TNS Poison Attack vulnerability exploits Oracle listener’s database service registration functionality. Oracle database users connect to the database services through Oracle TNS Listener which acts as a traffic cop. A malicious attacker, residing on the same network as the database, registers a malicious service with the database listener with the same service name as legitimate database service. No credentials are required to register a database service with the listener. An attacker can use Oracle database software or easily available other tools to register a malicious database service.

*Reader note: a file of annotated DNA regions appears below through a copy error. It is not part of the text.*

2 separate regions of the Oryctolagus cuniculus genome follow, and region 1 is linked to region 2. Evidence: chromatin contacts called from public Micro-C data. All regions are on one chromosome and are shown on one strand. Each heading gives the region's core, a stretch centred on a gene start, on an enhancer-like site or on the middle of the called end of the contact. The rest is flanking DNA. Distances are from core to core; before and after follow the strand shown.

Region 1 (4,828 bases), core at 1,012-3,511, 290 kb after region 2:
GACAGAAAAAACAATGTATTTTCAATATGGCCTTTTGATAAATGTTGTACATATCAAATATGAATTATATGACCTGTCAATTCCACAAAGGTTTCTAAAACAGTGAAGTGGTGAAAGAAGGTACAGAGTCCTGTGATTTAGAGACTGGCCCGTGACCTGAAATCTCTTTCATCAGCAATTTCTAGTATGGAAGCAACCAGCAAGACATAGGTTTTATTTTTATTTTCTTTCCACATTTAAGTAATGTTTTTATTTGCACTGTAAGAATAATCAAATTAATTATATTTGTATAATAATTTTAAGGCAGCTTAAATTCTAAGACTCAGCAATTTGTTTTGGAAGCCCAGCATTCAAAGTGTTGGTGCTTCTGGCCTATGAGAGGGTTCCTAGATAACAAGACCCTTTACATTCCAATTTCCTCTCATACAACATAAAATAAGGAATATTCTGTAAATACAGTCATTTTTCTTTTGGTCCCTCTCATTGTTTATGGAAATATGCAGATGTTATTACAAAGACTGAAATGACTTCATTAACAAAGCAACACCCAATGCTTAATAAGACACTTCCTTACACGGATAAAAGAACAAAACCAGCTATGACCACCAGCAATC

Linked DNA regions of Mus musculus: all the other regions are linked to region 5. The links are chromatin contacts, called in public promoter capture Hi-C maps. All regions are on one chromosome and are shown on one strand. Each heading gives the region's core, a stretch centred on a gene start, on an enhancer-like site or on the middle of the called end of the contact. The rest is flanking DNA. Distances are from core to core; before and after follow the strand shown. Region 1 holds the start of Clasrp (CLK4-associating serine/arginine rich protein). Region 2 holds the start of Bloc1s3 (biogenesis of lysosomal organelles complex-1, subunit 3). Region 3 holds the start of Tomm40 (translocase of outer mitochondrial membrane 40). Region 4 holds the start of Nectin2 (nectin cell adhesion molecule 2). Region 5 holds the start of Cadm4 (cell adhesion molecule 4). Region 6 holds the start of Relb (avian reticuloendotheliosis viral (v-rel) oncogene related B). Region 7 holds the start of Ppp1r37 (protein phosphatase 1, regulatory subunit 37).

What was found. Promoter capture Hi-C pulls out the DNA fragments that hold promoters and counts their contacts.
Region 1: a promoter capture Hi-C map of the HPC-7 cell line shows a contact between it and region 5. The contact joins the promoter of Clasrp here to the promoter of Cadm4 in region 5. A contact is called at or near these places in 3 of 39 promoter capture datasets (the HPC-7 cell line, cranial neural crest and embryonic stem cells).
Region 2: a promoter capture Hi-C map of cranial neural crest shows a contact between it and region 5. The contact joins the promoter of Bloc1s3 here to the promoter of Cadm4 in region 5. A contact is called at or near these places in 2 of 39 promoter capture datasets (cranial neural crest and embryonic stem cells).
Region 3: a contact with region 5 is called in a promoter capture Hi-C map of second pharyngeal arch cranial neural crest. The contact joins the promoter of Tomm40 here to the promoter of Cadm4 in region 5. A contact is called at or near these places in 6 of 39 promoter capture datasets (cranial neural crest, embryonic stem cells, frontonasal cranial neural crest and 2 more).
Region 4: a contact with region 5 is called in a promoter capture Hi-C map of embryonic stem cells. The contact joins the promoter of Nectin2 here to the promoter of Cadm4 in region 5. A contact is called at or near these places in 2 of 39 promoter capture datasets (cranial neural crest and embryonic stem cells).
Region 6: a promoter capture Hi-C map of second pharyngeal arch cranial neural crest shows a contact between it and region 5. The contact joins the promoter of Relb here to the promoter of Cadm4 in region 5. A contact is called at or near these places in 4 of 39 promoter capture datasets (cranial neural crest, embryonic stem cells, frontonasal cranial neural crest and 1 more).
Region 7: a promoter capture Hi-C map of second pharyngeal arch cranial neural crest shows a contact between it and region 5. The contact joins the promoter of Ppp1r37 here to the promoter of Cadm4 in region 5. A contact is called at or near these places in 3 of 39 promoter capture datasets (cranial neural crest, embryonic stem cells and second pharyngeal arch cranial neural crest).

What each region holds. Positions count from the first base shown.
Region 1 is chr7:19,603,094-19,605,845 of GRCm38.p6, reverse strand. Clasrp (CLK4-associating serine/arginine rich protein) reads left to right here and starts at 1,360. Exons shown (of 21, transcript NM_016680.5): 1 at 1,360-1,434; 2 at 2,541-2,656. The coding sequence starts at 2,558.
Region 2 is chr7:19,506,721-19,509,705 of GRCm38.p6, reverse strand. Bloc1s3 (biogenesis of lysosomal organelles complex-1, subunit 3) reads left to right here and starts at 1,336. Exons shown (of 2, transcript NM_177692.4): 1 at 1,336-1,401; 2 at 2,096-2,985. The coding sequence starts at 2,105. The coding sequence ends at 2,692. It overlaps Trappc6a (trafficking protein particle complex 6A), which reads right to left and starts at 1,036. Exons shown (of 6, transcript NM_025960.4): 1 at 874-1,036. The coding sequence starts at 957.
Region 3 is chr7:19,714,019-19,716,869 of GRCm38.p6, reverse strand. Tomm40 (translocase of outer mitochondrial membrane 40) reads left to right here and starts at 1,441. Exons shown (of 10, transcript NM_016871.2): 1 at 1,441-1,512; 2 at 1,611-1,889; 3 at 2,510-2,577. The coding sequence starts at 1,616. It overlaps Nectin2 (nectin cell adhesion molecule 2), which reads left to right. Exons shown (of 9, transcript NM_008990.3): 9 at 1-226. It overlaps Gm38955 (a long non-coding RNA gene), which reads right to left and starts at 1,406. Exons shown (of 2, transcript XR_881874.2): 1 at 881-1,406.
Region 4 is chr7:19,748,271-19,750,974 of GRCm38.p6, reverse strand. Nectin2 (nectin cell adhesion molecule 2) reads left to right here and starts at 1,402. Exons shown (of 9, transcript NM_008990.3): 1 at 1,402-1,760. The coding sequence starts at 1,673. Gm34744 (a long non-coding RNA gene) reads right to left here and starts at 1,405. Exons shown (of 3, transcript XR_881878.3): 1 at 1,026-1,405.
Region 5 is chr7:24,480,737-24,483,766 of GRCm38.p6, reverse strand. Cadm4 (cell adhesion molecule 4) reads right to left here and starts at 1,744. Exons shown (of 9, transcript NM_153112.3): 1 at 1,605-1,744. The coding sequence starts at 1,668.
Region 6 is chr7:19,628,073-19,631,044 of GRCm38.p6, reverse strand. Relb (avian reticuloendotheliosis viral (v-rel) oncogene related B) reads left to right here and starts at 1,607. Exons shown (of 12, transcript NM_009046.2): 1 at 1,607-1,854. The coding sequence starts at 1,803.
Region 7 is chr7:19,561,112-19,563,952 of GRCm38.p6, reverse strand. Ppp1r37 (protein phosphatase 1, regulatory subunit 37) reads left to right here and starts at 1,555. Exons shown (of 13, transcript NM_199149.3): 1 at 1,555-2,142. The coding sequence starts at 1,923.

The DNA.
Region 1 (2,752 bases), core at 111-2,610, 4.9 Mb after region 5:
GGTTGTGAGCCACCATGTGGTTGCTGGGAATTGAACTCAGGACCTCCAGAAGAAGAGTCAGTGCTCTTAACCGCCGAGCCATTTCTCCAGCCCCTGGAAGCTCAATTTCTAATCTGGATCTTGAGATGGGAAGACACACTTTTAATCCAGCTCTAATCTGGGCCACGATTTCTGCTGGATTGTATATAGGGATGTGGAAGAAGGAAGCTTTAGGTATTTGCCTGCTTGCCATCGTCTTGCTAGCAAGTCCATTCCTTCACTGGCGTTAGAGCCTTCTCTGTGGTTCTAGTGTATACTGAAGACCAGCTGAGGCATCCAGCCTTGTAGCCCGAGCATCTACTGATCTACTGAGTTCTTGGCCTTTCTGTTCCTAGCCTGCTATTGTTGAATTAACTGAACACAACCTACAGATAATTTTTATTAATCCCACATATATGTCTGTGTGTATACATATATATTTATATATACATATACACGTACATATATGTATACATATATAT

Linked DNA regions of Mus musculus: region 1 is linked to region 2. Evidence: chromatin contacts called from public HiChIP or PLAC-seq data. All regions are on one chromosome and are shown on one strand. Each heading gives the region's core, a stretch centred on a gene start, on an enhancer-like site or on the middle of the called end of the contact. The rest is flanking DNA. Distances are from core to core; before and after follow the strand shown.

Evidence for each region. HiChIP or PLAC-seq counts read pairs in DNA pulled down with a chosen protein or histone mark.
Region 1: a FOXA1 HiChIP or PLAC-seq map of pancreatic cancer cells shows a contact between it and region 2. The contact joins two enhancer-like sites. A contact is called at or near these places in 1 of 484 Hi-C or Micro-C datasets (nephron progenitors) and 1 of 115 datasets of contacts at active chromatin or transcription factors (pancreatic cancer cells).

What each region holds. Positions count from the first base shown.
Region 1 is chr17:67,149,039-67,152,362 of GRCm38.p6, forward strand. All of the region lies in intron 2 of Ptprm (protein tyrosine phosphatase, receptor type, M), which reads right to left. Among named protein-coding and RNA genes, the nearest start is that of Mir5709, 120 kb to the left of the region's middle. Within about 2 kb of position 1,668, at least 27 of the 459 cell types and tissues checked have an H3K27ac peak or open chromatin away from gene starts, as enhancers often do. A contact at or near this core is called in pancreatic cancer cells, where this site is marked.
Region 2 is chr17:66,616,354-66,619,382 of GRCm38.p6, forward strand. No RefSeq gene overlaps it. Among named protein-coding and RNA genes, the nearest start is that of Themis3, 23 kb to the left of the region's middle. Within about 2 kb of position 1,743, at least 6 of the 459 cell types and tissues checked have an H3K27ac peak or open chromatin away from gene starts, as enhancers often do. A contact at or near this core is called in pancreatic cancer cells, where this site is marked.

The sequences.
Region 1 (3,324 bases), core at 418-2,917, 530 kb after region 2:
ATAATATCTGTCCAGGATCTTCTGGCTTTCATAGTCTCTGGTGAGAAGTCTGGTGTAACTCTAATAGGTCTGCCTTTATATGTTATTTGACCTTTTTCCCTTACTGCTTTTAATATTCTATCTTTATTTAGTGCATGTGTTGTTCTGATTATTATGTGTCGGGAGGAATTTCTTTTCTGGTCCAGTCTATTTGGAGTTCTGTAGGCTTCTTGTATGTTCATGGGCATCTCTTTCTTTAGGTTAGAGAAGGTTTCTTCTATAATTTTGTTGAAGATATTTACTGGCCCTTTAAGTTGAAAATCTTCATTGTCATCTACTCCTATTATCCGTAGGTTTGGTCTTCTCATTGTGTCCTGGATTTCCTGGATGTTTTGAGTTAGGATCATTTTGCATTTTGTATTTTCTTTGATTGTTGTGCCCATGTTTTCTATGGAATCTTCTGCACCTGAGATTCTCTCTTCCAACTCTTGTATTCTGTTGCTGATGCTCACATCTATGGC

After completion of the malicious database service registration with the same name as legitimate service name, Oracle listener has two services to choose from – a legitimate service and a malicious service. With two database services available, Oracle listener switches to the load balancing traffic cop mode, directing users alternatively to the legitimate service and the malicious service. At least, 50% of the user sessions are directed to the malicious service. Database user sessions, which are now communicating through the malicious service, can be hijacked by the attacker. An attacker is in the middle. All communication from the users to the database is now passing through the malicious attacker. Attack post stablished. Attacker has full purview of what users are communicating with the database. At a minimum, the attacker can view and steal the data. Additional SQL commands may be injected to broaden the scope or carry out additional attacks. If a database user communicating with the database happens to be a privileged user with the DBA role, then the attacker has complete control of the database. Database compromised. Mission accomplished.